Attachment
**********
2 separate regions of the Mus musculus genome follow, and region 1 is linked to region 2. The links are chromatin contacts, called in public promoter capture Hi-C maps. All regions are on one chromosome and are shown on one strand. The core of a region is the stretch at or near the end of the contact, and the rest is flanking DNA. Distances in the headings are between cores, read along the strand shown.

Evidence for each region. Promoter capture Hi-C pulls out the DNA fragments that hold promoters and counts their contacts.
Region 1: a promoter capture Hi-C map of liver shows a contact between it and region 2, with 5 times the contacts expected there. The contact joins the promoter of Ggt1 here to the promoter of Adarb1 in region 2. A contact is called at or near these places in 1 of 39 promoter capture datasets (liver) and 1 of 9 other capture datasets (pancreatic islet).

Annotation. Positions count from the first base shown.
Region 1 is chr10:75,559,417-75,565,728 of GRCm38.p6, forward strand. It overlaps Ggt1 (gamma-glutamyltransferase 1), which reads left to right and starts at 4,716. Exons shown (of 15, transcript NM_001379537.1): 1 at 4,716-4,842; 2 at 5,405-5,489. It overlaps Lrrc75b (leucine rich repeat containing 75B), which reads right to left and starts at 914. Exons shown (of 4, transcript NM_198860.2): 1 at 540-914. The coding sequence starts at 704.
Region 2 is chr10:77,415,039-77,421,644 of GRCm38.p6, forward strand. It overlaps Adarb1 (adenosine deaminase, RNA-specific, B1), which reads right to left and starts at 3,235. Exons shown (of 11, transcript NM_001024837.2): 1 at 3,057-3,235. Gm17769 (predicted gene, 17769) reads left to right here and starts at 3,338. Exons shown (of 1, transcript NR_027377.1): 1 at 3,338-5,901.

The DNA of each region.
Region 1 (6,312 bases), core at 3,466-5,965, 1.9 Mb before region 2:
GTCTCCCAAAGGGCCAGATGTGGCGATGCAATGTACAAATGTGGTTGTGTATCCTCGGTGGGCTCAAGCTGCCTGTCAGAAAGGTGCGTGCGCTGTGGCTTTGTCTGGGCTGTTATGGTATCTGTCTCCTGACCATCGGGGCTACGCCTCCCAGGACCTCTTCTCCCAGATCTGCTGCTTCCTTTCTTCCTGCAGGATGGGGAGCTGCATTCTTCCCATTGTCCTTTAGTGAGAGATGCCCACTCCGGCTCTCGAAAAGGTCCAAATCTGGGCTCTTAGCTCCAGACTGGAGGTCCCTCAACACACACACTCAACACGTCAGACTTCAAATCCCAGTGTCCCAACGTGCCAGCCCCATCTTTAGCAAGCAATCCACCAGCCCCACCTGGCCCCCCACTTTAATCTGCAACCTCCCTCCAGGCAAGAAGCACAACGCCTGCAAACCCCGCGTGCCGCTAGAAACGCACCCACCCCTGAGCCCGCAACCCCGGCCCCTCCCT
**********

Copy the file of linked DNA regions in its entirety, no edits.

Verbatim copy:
2 separate regions of the Mus musculus genome follow, and region 1 is linked to region 2. The links are chromatin contacts, called in public promoter capture Hi-C maps. All regions are on one chromosome and are shown on one strand. The core of a region is the stretch at or near the end of the contact, and the rest is flanking DNA. Distances in the headings are between cores, read along the strand shown.

Evidence for each region. Promoter capture Hi-C pulls out the DNA fragments that hold promoters and counts their contacts.
Region 1: a promoter capture Hi-C map of liver shows a contact between it and region 2, with 5 times the contacts expected there. The contact joins the promoter of Ggt1 here to the promoter of Adarb1 in region 2. A contact is called at or near these places in 1 of 39 promoter capture datasets (liver) and 1 of 9 other capture datasets (pancreatic islet).

Annotation. Positions count from the first base shown.
Region 1 is chr10:75,559,417-75,565,728 of GRCm38.p6, forward strand. It overlaps Ggt1 (gamma-glutamyltransferase 1), which reads left to right and starts at 4,716. Exons shown (of 15, transcript NM_001379537.1): 1 at 4,716-4,842; 2 at 5,405-5,489. It overlaps Lrrc75b (leucine rich repeat containing 75B), which reads right to left and starts at 914. Exons shown (of 4, transcript NM_198860.2): 1 at 540-914. The coding sequence starts at 704.
Region 2 is chr10:77,415,039-77,421,644 of GRCm38.p6, forward strand. It overlaps Adarb1 (adenosine deaminase, RNA-specific, B1), which reads right to left and starts at 3,235. Exons shown (of 11, transcript NM_001024837.2): 1 at 3,057-3,235. Gm17769 (predicted gene, 17769) reads left to right here and starts at 3,338. Exons shown (of 1, transcript NR_027377.1): 1 at 3,338-5,901.

The DNA of each region.
Region 1 (6,312 bases), core at 3,466-5,965, 1.9 Mb before region 2:
GTCTCCCAAAGGGCCAGATGTGGCGATGCAATGTACAAATGTGGTTGTGTATCCTCGGTGGGCTCAAGCTGCCTGTCAGAAAGGTGCGTGCGCTGTGGCTTTGTCTGGGCTGTTATGGTATCTGTCTCCTGACCATCGGGGCTACGCCTCCCAGGACCTCTTCTCCCAGATCTGCTGCTTCCTTTCTTCCTGCAGGATGGGGAGCTGCATTCTTCCCATTGTCCTTTAGTGAGAGATGCCCACTCCGGCTCTCGAAAAGGTCCAAATCTGGGCTCTTAGCTCCAGACTGGAGGTCCCTCAACACACACACTCAACACGTCAGACTTCAAATCCCAGTGTCCCAACGTGCCAGCCCCATCTTTAGCAAGCAATCCACCAGCCCCACCTGGCCCCCCACTTTAATCTGCAACCTCCCTCCAGGCAAGAAGCACAACGCCTGCAAACCCCGCGTGCCGCTAGAAACGCACCCACCCCTGAGCCCGCAACCCCGGCCCCTCCCT